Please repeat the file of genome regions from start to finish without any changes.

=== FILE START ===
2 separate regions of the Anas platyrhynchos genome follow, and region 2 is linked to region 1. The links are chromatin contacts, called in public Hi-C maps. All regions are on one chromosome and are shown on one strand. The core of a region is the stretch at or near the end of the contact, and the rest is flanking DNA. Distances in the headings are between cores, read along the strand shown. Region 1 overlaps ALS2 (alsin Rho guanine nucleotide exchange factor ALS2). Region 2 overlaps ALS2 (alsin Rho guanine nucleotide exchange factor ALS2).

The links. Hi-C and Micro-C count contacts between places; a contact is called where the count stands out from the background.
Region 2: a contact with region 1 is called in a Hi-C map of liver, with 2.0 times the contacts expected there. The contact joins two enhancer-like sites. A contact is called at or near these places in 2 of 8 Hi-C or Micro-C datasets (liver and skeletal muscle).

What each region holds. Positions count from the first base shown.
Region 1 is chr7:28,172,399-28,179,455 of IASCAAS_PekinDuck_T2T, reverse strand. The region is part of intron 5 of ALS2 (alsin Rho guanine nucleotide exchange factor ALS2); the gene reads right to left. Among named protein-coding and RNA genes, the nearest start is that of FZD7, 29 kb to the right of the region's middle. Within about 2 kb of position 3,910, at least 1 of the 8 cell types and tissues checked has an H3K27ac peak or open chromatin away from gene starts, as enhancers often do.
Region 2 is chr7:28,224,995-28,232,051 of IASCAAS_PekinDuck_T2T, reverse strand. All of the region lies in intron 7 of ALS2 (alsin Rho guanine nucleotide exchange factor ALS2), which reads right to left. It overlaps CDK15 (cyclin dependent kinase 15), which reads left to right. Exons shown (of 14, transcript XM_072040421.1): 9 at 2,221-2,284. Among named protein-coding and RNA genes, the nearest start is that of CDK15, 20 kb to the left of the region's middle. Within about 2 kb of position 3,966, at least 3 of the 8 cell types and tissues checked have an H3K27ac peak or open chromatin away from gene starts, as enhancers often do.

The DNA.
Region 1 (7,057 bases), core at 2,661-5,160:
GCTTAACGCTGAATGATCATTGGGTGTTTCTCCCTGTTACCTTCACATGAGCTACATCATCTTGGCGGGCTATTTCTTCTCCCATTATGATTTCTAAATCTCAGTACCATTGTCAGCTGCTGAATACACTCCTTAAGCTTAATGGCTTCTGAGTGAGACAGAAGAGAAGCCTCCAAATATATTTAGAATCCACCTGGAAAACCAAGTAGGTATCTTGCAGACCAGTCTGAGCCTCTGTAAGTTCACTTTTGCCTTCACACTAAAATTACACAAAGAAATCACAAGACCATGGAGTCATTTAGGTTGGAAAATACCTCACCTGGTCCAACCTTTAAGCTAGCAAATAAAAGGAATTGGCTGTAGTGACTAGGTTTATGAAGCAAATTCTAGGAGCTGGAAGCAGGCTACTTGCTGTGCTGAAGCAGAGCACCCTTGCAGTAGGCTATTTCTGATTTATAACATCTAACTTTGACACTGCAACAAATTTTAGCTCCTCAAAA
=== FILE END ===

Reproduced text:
2 separate regions of the Anas platyrhynchos genome follow, and region 2 is linked to region 1. The links are chromatin contacts, called in public Hi-C maps. All regions are on one chromosome and are shown on one strand. The core of a region is the stretch at or near the end of the contact, and the rest is flanking DNA. Distances in the headings are between cores, read along the strand shown. Region 1 overlaps ALS2 (alsin Rho guanine nucleotide exchange factor ALS2). Region 2 overlaps ALS2 (alsin Rho guanine nucleotide exchange factor ALS2).

The links. Hi-C and Micro-C count contacts between places; a contact is called where the count stands out from the background.
Region 2: a contact with region 1 is called in a Hi-C map of liver, with 2.0 times the contacts expected there. The contact joins two enhancer-like sites. A contact is called at or near these places in 2 of 8 Hi-C or Micro-C datasets (liver and skeletal muscle).

What each region holds. Positions count from the first base shown.
Region 1 is chr7:28,172,399-28,179,455 of IASCAAS_PekinDuck_T2T, reverse strand. The region is part of intron 5 of ALS2 (alsin Rho guanine nucleotide exchange factor ALS2); the gene reads right to left. Among named protein-coding and RNA genes, the nearest start is that of FZD7, 29 kb to the right of the region's middle. Within about 2 kb of position 3,910, at least 1 of the 8 cell types and tissues checked has an H3K27ac peak or open chromatin away from gene starts, as enhancers often do.
Region 2 is chr7:28,224,995-28,232,051 of IASCAAS_PekinDuck_T2T, reverse strand. All of the region lies in intron 7 of ALS2 (alsin Rho guanine nucleotide exchange factor ALS2), which reads right to left. It overlaps CDK15 (cyclin dependent kinase 15), which reads left to right. Exons shown (of 14, transcript XM_072040421.1): 9 at 2,221-2,284. Among named protein-coding and RNA genes, the nearest start is that of CDK15, 20 kb to the left of the region's middle. Within about 2 kb of position 3,966, at least 3 of the 8 cell types and tissues checked have an H3K27ac peak or open chromatin away from gene starts, as enhancers often do.

The DNA.
Region 1 (7,057 bases), core at 2,661-5,160:
GCTTAACGCTGAATGATCATTGGGTGTTTCTCCCTGTTACCTTCACATGAGCTACATCATCTTGGCGGGCTATTTCTTCTCCCATTATGATTTCTAAATCTCAGTACCATTGTCAGCTGCTGAATACACTCCTTAAGCTTAATGGCTTCTGAGTGAGACAGAAGAGAAGCCTCCAAATATATTTAGAATCCACCTGGAAAACCAAGTAGGTATCTTGCAGACCAGTCTGAGCCTCTGTAAGTTCACTTTTGCCTTCACACTAAAATTACACAAAGAAATCACAAGACCATGGAGTCATTTAGGTTGGAAAATACCTCACCTGGTCCAACCTTTAAGCTAGCAAATAAAAGGAATTGGCTGTAGTGACTAGGTTTATGAAGCAAATTCTAGGAGCTGGAAGCAGGCTACTTGCTGTGCTGAAGCAGAGCACCCTTGCAGTAGGCTATTTCTGATTTATAACATCTAACTTTGACACTGCAACAAATTTTAGCTCCTCAAAA